The effectiveness and sheer destruction of the Assyrian military could not have been accomplished without being meticulously organized. This dedication to the strength and size of their standing army enabled them to become the world’s first super power. Due to the violence and bloodshed the Assyrian Empire resorted to in conquering of neighboring groups of people, they gained many comparisons to other cruel empires such as the Romans, Mongols, and Nazi Germany. The motivations of the Assyrians to build a powerful army may have differed than other powerful empires throughout history, but there was no restraint in their brutality.

One of the factors that contributed to their desire for possessing the most powerful military in the world was the economic riches at stake in the region. Their ancient rivals, the Babylonians, were based in the southern lands of Mesopotamia and there was always a threat from tribes to the north. A lack of military strength would leave the Assyrians vulnerable to an attack and in danger of losing their way of life.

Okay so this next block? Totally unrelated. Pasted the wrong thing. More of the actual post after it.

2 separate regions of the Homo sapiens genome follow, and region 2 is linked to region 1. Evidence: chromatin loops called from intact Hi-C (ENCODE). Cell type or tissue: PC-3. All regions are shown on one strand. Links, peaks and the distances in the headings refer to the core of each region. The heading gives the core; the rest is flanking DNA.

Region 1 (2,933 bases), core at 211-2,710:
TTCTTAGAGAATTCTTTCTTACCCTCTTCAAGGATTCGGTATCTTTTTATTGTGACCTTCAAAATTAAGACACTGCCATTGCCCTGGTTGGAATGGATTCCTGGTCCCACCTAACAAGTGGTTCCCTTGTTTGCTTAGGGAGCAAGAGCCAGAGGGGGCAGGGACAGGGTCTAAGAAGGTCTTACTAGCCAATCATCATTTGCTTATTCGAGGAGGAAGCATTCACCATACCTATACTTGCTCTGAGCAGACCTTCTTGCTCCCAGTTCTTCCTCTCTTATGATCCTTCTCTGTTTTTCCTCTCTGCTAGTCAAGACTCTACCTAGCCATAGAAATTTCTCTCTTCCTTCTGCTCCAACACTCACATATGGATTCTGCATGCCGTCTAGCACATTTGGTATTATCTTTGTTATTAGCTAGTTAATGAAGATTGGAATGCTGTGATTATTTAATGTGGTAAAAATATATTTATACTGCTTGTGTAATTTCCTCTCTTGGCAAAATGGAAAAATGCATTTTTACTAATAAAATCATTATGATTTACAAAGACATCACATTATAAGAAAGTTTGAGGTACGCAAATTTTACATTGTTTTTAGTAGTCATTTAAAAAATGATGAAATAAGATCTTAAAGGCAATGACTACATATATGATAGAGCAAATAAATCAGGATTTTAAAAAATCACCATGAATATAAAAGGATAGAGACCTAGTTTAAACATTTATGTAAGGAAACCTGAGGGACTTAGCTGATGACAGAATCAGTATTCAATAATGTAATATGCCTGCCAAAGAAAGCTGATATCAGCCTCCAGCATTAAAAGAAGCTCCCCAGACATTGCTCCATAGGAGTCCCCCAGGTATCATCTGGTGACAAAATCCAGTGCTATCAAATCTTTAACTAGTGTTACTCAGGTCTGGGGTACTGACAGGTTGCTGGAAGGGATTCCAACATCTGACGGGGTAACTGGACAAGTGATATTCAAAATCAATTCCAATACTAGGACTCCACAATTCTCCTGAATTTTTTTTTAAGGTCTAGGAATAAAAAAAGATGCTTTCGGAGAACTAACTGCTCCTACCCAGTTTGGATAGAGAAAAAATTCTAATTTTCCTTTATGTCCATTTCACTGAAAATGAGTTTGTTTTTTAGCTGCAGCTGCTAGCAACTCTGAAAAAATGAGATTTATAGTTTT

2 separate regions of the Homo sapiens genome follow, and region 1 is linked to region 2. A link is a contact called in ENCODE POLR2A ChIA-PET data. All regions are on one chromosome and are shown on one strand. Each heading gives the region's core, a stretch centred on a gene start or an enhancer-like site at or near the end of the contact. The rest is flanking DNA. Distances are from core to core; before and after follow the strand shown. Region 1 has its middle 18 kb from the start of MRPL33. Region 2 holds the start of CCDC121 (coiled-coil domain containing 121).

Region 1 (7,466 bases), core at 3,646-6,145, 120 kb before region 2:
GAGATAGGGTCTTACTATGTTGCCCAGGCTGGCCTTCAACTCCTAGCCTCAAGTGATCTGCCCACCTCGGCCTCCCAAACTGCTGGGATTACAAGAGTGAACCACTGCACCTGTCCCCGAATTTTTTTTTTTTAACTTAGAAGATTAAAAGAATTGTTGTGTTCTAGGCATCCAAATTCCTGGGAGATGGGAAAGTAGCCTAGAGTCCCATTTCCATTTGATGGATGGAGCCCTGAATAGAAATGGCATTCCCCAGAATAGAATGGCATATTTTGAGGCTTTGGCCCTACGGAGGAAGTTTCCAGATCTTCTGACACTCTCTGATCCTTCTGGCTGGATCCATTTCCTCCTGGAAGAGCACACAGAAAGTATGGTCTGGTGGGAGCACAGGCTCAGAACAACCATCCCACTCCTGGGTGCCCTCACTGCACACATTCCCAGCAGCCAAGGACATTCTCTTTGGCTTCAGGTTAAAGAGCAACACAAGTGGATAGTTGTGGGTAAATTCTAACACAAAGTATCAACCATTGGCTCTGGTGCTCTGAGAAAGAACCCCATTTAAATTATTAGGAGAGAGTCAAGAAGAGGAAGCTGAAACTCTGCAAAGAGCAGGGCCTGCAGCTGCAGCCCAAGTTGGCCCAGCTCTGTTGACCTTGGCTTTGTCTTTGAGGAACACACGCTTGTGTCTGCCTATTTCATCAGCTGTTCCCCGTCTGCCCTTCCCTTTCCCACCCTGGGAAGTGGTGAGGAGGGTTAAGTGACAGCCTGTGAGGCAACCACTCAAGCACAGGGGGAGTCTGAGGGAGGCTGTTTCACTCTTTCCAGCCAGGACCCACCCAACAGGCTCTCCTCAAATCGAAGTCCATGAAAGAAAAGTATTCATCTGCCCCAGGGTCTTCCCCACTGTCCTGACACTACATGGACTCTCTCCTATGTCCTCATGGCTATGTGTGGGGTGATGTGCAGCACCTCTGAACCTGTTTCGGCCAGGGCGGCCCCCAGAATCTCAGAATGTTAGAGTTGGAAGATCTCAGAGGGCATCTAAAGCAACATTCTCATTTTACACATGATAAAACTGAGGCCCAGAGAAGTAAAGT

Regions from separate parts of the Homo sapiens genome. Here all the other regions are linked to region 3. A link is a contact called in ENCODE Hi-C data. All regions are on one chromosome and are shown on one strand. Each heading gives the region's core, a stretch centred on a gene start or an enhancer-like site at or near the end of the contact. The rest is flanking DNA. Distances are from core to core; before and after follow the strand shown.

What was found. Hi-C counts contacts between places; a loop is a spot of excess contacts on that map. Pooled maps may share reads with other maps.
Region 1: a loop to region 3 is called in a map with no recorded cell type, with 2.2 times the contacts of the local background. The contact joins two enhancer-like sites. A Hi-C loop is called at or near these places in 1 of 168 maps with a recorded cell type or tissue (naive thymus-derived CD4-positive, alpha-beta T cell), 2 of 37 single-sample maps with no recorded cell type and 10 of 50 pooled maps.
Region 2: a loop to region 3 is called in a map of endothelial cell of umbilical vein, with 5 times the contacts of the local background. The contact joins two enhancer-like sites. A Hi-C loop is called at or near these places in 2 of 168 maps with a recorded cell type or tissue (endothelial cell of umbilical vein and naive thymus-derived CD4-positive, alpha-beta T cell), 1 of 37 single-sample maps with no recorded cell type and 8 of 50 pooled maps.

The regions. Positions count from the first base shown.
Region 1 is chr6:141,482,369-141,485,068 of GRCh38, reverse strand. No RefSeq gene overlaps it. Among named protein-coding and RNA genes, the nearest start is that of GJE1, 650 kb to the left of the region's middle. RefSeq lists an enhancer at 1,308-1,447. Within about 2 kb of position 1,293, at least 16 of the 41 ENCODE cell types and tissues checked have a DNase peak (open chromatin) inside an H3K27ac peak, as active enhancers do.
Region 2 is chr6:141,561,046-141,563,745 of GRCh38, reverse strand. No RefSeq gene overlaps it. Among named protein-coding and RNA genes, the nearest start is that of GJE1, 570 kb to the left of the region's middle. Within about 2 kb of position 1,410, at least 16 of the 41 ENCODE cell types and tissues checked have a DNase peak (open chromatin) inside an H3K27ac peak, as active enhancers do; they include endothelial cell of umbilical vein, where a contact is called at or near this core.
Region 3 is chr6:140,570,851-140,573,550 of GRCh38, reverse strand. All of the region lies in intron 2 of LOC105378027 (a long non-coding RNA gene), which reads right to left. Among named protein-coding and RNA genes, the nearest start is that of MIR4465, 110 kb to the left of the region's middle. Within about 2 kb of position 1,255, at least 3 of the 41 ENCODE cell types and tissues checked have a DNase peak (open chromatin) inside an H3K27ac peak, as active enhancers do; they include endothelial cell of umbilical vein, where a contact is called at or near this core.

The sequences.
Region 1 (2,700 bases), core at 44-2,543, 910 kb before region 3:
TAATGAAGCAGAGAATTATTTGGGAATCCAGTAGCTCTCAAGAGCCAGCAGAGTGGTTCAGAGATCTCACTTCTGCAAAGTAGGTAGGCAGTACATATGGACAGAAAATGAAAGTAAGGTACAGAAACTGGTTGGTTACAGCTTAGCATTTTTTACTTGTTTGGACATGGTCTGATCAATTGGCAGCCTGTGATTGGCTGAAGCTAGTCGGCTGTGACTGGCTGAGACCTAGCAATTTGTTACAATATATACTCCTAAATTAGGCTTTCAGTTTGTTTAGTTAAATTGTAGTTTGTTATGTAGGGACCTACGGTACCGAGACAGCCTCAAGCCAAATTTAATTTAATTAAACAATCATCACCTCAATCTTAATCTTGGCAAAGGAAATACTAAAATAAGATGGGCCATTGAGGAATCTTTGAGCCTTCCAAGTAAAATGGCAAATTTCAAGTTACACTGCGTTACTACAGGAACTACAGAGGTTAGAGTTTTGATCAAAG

Early in the 2 nd millennium BCE, the Assyrians became strong enough to repel invaders from their original capital city of Ashur, but it would take hundreds of years before they possessed the military fortitude to expand their territory. The lust for further economic prosperity can be tied to their commitment to military strength. This lay the foundation for the empire as it began to have a bigger influence on the economic affairs of Mesopotamia and neighboring regions where trade was common.

It would not be until the reign of Tiglath-Pileser I where military expansion of the empire would truly take form and Assyria would become one of the primary aggressors in the region. The increased commitment to military strength in Assyrian society made them the most powerful entity in the ancient world at the cusp of the Neo-Assyrian Age. This would correlate to the greatest amount of economic fortunes the empire had ever seen.